The 'Alien' Mummy Is of Course Human—And Yet, Still Unusual
Ata has never been an alien, but she's always been an enigma. Discovered in 2003 in a leather pouch near an abandoned mining town in Chile's Atacama Desert, the tiny, 6-inch mummy's unusual features—including a narrow, sloped head, angled eyes, missing ribs, and oddly dense bones—had both the “It's aliens!” crowd and paleopathologists intrigued. Now, a team of researchers from Stanford University School of Medicine and UC-San Francisco has completed a deep genomic analysis that reveals why Ata looks as she does.
As they lay out in a paper published this week in Genome Research, the researchers found a host of genetic mutations that doomed the fetus—some of which have never been seen before.
Stanford professor of microbiology and immunology Garry Nolan first analyzed Ata back in 2012; the mummy had been purchased by a Spanish businessman and studied by a doctor named Steven Greer, who made her a star of his UFO/ET conspiracy movie Sirius. Nolan was also given a sample of her bone marrow; his DNA analysis confirmed she was, of course, human. But Nolan's study, published in the journal Science, also found something very odd: Though she was just 6 inches long when she died—a typical size for a midterm fetus—her bones appeared to be 6 to 8 years old. This did not lead Nolan to hypothesize an alien origin for Ata, but to infer that she may have had a rare bone disorder.
The current analysis confirmed that interpretation. The researchers found 40 mutations in several genes that govern bone development; these mutations have been linked to "diseases of small stature, rib anomalies, cranial malformations, premature joint fusion, and osteochondrodysplasia (also known as skeletal dysplasia)," they write. The latter is commonly known as dwarfism. Some of these mutations are linked to conditions including Ehlers-Danlos syndrome, which affects connective tissue, and Kabuki syndrome, which causes a range of physical deformities and cognitive issues. Other mutations known to cause disease had never before been associated with bone growth or developmental disorders until being discovered in Ata.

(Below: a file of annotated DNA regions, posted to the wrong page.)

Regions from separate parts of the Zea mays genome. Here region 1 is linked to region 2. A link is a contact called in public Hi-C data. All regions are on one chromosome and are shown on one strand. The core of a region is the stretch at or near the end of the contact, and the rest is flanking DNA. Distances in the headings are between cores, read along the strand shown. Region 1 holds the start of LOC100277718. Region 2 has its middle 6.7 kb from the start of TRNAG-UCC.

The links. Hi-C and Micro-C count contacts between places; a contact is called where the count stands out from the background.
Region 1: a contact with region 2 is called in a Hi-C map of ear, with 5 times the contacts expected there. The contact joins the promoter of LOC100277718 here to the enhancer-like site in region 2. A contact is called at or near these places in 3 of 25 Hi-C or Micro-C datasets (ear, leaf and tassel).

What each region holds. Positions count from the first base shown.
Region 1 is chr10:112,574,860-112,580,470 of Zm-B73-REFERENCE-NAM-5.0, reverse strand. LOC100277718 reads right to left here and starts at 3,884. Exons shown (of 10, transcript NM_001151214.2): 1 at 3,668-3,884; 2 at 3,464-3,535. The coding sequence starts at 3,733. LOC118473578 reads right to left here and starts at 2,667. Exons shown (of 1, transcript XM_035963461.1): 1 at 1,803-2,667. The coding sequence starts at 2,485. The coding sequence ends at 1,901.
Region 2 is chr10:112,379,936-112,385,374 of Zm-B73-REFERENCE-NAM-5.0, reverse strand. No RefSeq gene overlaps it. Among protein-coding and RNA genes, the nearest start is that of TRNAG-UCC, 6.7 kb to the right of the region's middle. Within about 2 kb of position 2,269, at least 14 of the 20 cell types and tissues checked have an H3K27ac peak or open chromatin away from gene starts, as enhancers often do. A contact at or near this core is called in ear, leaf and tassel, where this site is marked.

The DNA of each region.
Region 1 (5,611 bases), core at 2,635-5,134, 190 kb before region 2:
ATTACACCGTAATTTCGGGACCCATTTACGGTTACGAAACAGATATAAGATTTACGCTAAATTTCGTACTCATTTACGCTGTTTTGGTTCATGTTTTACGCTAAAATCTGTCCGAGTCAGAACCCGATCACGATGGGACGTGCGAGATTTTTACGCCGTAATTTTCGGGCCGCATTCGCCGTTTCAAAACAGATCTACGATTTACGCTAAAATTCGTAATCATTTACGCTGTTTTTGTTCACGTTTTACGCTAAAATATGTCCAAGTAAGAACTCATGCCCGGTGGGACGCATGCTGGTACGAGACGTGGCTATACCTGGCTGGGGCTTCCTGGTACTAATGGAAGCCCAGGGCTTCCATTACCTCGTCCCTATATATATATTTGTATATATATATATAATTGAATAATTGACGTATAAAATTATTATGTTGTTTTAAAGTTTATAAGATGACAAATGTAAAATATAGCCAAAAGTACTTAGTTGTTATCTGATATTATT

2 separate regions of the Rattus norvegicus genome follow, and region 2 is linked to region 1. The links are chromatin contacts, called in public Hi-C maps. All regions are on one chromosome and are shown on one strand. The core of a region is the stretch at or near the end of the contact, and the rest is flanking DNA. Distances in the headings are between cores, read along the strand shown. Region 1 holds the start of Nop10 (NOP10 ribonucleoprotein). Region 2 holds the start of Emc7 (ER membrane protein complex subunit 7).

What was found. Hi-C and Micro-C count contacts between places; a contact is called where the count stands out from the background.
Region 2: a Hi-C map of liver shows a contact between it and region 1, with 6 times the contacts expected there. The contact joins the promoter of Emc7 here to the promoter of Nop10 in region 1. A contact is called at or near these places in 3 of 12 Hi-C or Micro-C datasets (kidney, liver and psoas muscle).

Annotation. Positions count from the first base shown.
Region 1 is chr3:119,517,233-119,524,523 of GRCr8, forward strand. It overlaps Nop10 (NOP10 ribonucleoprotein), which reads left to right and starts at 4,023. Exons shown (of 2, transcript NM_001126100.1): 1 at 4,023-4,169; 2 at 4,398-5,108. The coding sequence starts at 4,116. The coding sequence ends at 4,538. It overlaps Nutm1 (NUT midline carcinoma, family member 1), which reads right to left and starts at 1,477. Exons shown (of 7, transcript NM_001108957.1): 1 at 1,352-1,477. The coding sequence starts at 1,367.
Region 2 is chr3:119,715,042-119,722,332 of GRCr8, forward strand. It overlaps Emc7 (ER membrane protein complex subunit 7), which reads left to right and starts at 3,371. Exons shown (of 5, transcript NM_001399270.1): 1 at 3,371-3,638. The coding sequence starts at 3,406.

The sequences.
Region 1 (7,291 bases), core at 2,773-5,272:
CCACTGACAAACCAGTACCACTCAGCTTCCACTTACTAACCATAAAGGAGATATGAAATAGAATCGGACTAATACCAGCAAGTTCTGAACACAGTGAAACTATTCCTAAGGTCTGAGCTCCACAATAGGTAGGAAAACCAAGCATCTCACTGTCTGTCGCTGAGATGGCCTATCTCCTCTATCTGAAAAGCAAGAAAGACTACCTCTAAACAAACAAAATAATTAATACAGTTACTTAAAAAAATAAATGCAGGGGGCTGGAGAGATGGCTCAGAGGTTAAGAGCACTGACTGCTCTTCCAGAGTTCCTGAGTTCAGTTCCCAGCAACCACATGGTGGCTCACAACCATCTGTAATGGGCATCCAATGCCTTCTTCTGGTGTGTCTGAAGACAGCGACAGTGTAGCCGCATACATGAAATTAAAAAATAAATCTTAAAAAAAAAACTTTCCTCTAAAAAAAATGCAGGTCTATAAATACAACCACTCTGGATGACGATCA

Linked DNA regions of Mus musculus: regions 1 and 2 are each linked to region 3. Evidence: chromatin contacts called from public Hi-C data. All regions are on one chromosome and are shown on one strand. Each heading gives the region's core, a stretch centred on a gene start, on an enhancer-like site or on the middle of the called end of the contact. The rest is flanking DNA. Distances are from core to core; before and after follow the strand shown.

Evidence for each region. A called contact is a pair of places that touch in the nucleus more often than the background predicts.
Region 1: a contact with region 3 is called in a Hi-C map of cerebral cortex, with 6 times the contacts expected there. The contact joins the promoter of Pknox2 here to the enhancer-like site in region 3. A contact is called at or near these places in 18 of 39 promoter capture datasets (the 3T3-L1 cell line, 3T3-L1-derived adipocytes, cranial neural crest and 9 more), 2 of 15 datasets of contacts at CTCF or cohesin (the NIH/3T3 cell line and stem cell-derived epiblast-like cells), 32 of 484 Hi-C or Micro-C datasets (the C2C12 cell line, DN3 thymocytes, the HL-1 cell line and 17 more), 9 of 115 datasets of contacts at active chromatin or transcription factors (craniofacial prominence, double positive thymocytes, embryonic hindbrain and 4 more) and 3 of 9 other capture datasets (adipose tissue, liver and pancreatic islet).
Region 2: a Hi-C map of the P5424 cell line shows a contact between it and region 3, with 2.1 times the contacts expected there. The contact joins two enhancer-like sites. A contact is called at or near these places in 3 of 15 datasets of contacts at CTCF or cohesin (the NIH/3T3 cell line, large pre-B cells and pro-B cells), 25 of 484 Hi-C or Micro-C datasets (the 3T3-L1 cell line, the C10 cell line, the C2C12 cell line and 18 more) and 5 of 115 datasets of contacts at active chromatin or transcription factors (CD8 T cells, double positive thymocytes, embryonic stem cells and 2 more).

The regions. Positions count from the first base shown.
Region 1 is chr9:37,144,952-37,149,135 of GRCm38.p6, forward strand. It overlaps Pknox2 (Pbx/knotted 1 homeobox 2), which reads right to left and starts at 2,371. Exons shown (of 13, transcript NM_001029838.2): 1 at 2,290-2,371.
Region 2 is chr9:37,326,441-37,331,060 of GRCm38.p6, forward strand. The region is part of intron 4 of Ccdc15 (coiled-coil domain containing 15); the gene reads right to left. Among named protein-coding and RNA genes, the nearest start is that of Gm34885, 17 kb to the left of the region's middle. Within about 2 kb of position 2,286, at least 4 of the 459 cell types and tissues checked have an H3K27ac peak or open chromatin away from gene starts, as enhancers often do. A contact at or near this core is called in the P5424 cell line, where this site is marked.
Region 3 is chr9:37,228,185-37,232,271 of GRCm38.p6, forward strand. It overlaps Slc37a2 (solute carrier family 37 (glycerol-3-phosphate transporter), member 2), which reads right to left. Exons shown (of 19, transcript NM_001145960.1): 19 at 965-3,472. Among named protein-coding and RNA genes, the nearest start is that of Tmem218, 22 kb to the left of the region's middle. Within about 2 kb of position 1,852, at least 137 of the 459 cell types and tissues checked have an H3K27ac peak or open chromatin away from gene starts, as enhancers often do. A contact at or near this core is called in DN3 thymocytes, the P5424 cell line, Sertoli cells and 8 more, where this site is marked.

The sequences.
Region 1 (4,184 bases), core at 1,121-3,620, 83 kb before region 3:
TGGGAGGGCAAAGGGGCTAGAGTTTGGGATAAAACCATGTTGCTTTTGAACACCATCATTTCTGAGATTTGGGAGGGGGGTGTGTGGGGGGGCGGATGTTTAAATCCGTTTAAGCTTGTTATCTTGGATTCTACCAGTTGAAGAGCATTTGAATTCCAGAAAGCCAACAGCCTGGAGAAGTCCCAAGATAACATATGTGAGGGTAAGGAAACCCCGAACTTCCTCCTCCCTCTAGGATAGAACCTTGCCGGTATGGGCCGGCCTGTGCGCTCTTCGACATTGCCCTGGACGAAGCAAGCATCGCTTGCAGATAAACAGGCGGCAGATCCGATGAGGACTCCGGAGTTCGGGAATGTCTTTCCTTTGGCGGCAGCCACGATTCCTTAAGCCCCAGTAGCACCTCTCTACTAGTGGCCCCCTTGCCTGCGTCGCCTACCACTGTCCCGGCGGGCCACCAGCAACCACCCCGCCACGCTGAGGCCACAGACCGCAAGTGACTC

"Given the size of the specimen and the severity of the mutations … it seems likely the specimen was a pre-term birth," they write. "While we can only speculate as to the cause for multiple mutations in Ata's genome, the specimen was found in La Noria, one of the Atacama Desert's many abandoned nitrate mining towns, which suggests a possible role for prenatal nitrate exposure leading to DNA damage."
Though the researchers haven't identified the exact age of Ata's remains, they're estimated to be less than 500 years old (and potentially as young as 40 years old). Genomic analysis also confirms that Ata is very much not only an Earthling, but a local; her DNA is a nearest match to three individuals from the Chilote people of Chile.
In a press statement, study co-lead Atul Butte, director of the Institute for Computational Health Sciences at UC-San Francisco, stressed the potential applications of the study to genetic disorders. "For me, what really came of this study was the idea that we shouldn't stop investigating when we find one gene that might explain a symptom. It could be multiple things going wrong, and it's worth getting a full explanation, especially as we head closer and closer to gene therapy," Butte said. "We could presumably one day fix some of these disorders."